The idea that a strong, central government is needed to police all aspects of human behavior is untenable according to the view of human nature that was held by Crockett. The proposition that all individuals must be regulated and guided by government throughout their lives flies in the face of the basically optimistic view of human nature that Crockett subscribed to and which he evidenced in his personal and professional life. The basic dichotomy between the power of government and the preservation of personal liberty was, in Crockett’s viewpoint, one that pointed out where humanity became estranged from its own basic nature. Far from being utopian, Crockett’s beliefs were still basically affirmative in that they verified the conviction that human nature was inherently rational and capable of discerning right from wrong.

Any view to the contrary diminishes humanity because it posits the idea that humanity is basically helpless without the presence of a presiding power over them. The concentration of this magnitude of power into government distorts the purpose of government which Crockett believed, as mentioned previously, was to protect and provide for the innate human liberty and rational morality that were endowed through nature. Crockett’s view of human nature explains why he affected an “everyman” persona in his political dealings, straining to appear uneducated and simple. This is not to suggest that Crockett advocated any form of primitivism, rather it shows that Crockett advocated the state of human nature described by Rousseau, where an acknowledgment of man’s original existence as being more simple than modern man’s is given, but the focus is held on the need for humanity to continue to evolve. The target of this evolution is to regain the simplicity of humanity in its animal state without resorting to primitivism.

Broome, in his book, Rousseau: A Study of His Thought (1963), describes this essential distinction between Rousseau’s vision of humanity’s past and hoped-for future. Broome writes “Therefore, if man is unhappy in his existing state, but unable to return to his original simplicity, the only alternative is to press forward and complete the historical process by a further revolution which will in some way allow him to be true to his own nature.”11 This clearly indicates that the goal is to reach a point of future evolution where human nature is at one with the needs of the individual and society. Broome goes on to observe that “while Rousseau believes man to have been happy in a negative way, in his original animal-like existence, he does not really believe that the race was intended by the Creator to remain in that condition.” 12 Each of these points must also be brought to bear in relation to Crockett’s view of human nature.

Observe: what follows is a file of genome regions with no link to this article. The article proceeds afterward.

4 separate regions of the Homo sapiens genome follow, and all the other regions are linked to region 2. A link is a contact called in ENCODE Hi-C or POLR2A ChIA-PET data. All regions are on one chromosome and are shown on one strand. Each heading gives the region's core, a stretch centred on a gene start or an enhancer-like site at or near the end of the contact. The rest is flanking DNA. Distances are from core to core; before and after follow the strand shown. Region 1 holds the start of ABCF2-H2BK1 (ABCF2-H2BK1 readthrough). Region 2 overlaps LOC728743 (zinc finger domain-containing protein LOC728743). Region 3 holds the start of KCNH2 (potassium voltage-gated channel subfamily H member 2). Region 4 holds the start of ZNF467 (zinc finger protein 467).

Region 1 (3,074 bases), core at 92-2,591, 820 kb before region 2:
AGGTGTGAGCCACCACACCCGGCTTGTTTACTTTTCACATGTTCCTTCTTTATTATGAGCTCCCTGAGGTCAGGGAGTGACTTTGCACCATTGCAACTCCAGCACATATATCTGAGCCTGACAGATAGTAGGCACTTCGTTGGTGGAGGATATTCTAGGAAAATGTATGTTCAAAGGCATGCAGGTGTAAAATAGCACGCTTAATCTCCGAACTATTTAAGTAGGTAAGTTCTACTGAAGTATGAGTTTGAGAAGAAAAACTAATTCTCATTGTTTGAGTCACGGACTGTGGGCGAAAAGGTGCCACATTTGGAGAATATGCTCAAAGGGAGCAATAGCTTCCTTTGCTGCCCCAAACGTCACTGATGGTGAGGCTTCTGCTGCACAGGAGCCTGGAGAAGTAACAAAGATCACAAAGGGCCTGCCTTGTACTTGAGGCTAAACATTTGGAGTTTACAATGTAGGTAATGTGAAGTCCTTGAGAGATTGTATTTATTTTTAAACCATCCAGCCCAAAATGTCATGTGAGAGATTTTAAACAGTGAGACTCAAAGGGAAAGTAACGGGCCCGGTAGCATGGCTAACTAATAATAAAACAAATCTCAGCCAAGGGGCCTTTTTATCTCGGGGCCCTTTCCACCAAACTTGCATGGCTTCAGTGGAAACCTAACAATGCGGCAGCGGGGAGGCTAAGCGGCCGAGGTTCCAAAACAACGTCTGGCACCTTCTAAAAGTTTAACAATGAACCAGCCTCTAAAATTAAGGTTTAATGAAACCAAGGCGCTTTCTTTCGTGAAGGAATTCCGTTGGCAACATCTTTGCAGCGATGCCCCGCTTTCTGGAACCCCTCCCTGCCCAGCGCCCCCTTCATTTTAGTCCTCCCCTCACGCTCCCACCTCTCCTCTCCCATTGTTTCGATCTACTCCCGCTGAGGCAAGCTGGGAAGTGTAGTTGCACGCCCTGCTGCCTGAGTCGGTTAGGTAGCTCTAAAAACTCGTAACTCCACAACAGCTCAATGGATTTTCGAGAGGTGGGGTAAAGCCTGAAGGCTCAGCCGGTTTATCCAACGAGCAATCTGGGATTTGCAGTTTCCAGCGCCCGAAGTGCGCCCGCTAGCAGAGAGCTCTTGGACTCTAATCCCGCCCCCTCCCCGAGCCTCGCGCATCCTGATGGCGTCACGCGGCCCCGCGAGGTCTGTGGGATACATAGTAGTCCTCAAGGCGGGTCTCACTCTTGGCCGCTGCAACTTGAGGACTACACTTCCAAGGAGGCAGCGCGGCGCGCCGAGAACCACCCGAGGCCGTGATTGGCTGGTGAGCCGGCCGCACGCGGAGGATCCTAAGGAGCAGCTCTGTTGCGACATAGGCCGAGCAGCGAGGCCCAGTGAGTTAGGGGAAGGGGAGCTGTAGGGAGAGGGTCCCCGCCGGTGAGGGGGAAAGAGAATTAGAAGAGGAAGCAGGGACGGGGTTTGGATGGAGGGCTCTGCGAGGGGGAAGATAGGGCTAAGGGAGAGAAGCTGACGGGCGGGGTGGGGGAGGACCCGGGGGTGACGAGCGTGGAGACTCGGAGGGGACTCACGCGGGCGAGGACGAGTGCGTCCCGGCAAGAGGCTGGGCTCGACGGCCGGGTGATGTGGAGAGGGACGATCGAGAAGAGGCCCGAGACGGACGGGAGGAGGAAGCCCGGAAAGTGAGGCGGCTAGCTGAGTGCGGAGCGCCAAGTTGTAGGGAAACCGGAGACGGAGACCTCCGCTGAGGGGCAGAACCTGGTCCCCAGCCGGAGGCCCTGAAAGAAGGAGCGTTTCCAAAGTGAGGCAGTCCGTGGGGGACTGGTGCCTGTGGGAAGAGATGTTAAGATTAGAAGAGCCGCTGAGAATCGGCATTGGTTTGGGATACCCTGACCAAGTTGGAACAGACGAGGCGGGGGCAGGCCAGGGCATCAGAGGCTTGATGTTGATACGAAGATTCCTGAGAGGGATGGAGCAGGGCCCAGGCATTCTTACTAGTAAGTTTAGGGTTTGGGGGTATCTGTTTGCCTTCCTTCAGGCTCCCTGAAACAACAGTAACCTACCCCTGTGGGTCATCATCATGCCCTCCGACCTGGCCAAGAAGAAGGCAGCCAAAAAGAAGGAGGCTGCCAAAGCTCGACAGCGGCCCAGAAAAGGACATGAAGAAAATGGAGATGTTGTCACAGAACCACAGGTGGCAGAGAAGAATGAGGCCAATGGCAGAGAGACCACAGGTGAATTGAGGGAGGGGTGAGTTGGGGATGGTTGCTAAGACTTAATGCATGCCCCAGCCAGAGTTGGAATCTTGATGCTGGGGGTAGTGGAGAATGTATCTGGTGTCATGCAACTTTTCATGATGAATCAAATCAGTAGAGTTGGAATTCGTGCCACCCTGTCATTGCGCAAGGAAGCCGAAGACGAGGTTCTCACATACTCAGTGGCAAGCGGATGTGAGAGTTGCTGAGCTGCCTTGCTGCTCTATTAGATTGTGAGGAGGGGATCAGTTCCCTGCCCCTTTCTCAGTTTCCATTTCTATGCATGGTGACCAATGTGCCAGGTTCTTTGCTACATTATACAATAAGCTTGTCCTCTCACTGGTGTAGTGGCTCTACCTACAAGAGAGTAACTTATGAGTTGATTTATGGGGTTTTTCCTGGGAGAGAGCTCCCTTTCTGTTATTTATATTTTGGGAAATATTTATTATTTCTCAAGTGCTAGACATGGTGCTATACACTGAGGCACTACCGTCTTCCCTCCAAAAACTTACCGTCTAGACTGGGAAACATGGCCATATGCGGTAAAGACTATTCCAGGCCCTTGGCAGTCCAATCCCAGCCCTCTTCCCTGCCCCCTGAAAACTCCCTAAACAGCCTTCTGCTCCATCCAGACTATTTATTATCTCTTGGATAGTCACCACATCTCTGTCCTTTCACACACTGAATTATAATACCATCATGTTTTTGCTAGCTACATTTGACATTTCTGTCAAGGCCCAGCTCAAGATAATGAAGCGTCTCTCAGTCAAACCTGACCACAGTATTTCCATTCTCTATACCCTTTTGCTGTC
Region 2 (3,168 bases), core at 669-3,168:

Crockett like Rousseau anticipates the recapturing of the original truth and simplicity of humanity in it animal state, but does so from the point of a futurist. Neither Crockett nor Rousseau is “saying ‘back to nature’, or back to anything; but rather: forward to the fulfillment of human nature, which is something very different from primitivism in a literal sense.”13 This is very important to keep in mind as we move from the issue of human nature to an examination of how Crockett viewed society. The reason that futurism is important in this regard is because it shows that Crockett essentially regarded society as a tool and a construct of a social-contract between the individual and the collective. As the following discussion will show, this belief deeply influence his political; views and actions.

Society

For Crockett, human society represented the culmination of both reason and liberty. In other words, society freed man from his primitive state, but it also posed potential threats to individual freedom. Therefore, as Broome remarks, the purpose of society “is to reconcile order and liberty”14 but in doing so necessitates the emergence of politics. This is a step on the road of transformation away from the state of nature envisioned by Rousseau. The purpose of both politics and society as envisioned by Crockett was to preserve the natural freedoms and rights associated with human nature. At this point it is important to acknowledge certain criticisms of this perspective in order to present a balanced view. The prevailing line of criticism against the view of society that was espoused by Rousseau and also by Crockett is concerned with framing such a vision as being overly simplistic, or even “paternalistic.”

This latter phrase pertains to the criticism that any idealization of the role of society and politics risks positing the state as a paternal figure. The danger of doing this is, of course, that it can tip the balance of power between the individual and the state dangerously into the state’s favor. If the notion of the state as a paternal figure is taken too far, the result is authoritarianism and potential dictatorship. After-all, children, even those born to the most enlightened parents, stand in a position of relative powerlessness to the parents. The relationship between the parent and child is one where all of the power in the relationship rests on the parents’ side. Therefore critics of Rousseau’s ideas often “reduce Rousseau’s political theory to the standard enlightened despotism of his age.”15 This is a specious argument because it fails to take into account the significance of the social-contract in Rousseau’s work. It is only through an understanding of this principle can the conception of society that was favored by Rousseau and Crockett be achieved. However, before moving forward to a discussion of the social-contract, a few additional key points must be addressed. These points pertain to the way that society serves to protect the rights and property of the individual.